7. I think his coach is a big believer in “making your opponent’s position uncomfortable in the opening”, which is why when after I lost to his coach Paul (1900) last time, I showed him that I had a much better move that I almost played (he was moving same piece twice to try and disorganize my forces).

    His coach is a solid endgame instructor and taught him an opening system called “the cheesecake”, which is like a Veresov/London/Torre-Attack looking creature (best recollection) where White can whip out 12 moves quickly and the middle-game attack is very well known to the kid. I would teach a more classical approach, but perhaps I simply lack imagination. In any case, it worked, last time I played this kid he was rated in the 1300’s (last month). He was 2 out of 3 in this tournament before we played, ahead of me.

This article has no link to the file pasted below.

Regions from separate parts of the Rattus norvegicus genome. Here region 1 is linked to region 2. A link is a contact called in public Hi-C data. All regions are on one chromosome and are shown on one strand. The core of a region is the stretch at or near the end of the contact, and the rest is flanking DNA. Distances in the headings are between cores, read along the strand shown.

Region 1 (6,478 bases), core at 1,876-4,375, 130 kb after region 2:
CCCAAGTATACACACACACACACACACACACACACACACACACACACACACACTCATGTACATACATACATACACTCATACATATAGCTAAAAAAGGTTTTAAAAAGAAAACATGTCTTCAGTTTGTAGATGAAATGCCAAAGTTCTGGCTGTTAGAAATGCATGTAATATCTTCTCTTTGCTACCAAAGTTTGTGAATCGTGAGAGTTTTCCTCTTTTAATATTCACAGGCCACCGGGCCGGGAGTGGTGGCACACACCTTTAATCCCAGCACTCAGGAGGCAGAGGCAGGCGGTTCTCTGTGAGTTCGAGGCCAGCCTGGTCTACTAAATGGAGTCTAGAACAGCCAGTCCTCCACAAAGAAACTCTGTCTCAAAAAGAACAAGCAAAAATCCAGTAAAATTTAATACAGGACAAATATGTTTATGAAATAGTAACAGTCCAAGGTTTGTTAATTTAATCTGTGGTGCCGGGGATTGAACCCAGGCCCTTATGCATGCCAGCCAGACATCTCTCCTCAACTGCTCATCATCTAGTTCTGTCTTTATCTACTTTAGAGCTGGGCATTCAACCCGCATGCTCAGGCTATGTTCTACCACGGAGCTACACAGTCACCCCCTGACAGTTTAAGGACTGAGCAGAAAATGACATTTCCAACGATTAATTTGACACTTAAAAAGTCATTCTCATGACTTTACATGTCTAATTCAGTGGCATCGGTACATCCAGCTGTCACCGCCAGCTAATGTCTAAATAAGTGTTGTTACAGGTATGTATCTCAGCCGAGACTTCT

If I were a coach, I would tell the student to play the main-line Nf6 with ..Bb4. Last time I played as White I won nicely somehow, but that is the easiest system for Black to play through the opening. The …Qf6 system is more tactical but one has to calculate attacks and not just look for tactical dongles like forks and pins all on their lonesome.

    Tommy, I’ve never liked playing as Black against the Scotch either. ๐Ÿ˜‰

    My interpretation of this game is that, although I was surprised that I outplayed him tactically, that if he stuck with this sort of line and learned it deeper, it could be more suited to his style, but now I question his style because of some of the moves played, trying to impose classical moves on an eclectic position doesn’t take. So I guess he should go back to more solid stuff first.